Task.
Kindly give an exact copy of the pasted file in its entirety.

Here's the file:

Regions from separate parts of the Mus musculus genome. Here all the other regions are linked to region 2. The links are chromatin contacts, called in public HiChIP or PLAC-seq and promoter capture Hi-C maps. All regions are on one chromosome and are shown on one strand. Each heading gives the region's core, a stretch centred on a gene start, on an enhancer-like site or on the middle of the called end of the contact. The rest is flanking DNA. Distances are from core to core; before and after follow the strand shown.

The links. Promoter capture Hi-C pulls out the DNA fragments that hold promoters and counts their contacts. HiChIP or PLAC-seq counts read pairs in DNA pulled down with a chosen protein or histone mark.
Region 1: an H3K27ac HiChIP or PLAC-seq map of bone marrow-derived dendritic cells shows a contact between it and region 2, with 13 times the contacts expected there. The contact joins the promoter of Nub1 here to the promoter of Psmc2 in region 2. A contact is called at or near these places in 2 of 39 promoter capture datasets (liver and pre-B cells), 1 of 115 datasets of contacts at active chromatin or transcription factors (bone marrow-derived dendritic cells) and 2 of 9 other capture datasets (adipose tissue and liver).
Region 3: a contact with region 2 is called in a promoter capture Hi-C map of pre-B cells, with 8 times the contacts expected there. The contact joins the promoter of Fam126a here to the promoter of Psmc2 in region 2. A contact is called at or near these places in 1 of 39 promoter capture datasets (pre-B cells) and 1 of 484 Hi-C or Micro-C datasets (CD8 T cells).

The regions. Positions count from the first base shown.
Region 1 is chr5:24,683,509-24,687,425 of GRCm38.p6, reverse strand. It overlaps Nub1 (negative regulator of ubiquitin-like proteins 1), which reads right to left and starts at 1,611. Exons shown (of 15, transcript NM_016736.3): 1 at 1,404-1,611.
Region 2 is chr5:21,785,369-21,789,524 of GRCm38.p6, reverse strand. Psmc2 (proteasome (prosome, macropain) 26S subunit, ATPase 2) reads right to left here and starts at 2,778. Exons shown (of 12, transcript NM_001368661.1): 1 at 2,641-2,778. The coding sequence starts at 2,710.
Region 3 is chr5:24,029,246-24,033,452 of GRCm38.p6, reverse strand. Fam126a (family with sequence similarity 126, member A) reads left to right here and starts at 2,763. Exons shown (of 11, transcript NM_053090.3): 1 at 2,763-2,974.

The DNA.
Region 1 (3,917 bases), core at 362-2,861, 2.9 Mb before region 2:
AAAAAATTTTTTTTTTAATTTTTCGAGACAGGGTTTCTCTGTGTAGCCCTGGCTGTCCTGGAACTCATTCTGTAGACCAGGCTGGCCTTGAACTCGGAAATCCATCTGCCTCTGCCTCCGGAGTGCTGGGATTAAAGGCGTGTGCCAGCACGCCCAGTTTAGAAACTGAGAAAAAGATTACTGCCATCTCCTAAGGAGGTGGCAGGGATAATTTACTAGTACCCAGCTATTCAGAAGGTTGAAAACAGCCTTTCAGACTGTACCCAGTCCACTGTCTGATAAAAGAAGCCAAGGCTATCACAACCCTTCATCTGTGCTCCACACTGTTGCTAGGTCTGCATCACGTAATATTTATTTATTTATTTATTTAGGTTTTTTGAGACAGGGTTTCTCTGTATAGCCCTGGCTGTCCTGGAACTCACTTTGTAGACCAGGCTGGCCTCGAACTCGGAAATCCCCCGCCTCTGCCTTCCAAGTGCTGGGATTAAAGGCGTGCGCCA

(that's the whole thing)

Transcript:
Regions from separate parts of the Mus musculus genome. Here all the other regions are linked to region 2. The links are chromatin contacts, called in public HiChIP or PLAC-seq and promoter capture Hi-C maps. All regions are on one chromosome and are shown on one strand. Each heading gives the region's core, a stretch centred on a gene start, on an enhancer-like site or on the middle of the called end of the contact. The rest is flanking DNA. Distances are from core to core; before and after follow the strand shown.

The links. Promoter capture Hi-C pulls out the DNA fragments that hold promoters and counts their contacts. HiChIP or PLAC-seq counts read pairs in DNA pulled down with a chosen protein or histone mark.
Region 1: an H3K27ac HiChIP or PLAC-seq map of bone marrow-derived dendritic cells shows a contact between it and region 2, with 13 times the contacts expected there. The contact joins the promoter of Nub1 here to the promoter of Psmc2 in region 2. A contact is called at or near these places in 2 of 39 promoter capture datasets (liver and pre-B cells), 1 of 115 datasets of contacts at active chromatin or transcription factors (bone marrow-derived dendritic cells) and 2 of 9 other capture datasets (adipose tissue and liver).
Region 3: a contact with region 2 is called in a promoter capture Hi-C map of pre-B cells, with 8 times the contacts expected there. The contact joins the promoter of Fam126a here to the promoter of Psmc2 in region 2. A contact is called at or near these places in 1 of 39 promoter capture datasets (pre-B cells) and 1 of 484 Hi-C or Micro-C datasets (CD8 T cells).

The regions. Positions count from the first base shown.
Region 1 is chr5:24,683,509-24,687,425 of GRCm38.p6, reverse strand. It overlaps Nub1 (negative regulator of ubiquitin-like proteins 1), which reads right to left and starts at 1,611. Exons shown (of 15, transcript NM_016736.3): 1 at 1,404-1,611.
Region 2 is chr5:21,785,369-21,789,524 of GRCm38.p6, reverse strand. Psmc2 (proteasome (prosome, macropain) 26S subunit, ATPase 2) reads right to left here and starts at 2,778. Exons shown (of 12, transcript NM_001368661.1): 1 at 2,641-2,778. The coding sequence starts at 2,710.
Region 3 is chr5:24,029,246-24,033,452 of GRCm38.p6, reverse strand. Fam126a (family with sequence similarity 126, member A) reads left to right here and starts at 2,763. Exons shown (of 11, transcript NM_053090.3): 1 at 2,763-2,974.

The DNA.
Region 1 (3,917 bases), core at 362-2,861, 2.9 Mb before region 2:
AAAAAATTTTTTTTTTAATTTTTCGAGACAGGGTTTCTCTGTGTAGCCCTGGCTGTCCTGGAACTCATTCTGTAGACCAGGCTGGCCTTGAACTCGGAAATCCATCTGCCTCTGCCTCCGGAGTGCTGGGATTAAAGGCGTGTGCCAGCACGCCCAGTTTAGAAACTGAGAAAAAGATTACTGCCATCTCCTAAGGAGGTGGCAGGGATAATTTACTAGTACCCAGCTATTCAGAAGGTTGAAAACAGCCTTTCAGACTGTACCCAGTCCACTGTCTGATAAAAGAAGCCAAGGCTATCACAACCCTTCATCTGTGCTCCACACTGTTGCTAGGTCTGCATCACGTAATATTTATTTATTTATTTATTTAGGTTTTTTGAGACAGGGTTTCTCTGTATAGCCCTGGCTGTCCTGGAACTCACTTTGTAGACCAGGCTGGCCTCGAACTCGGAAATCCCCCGCCTCTGCCTTCCAAGTGCTGGGATTAAAGGCGTGCGCCA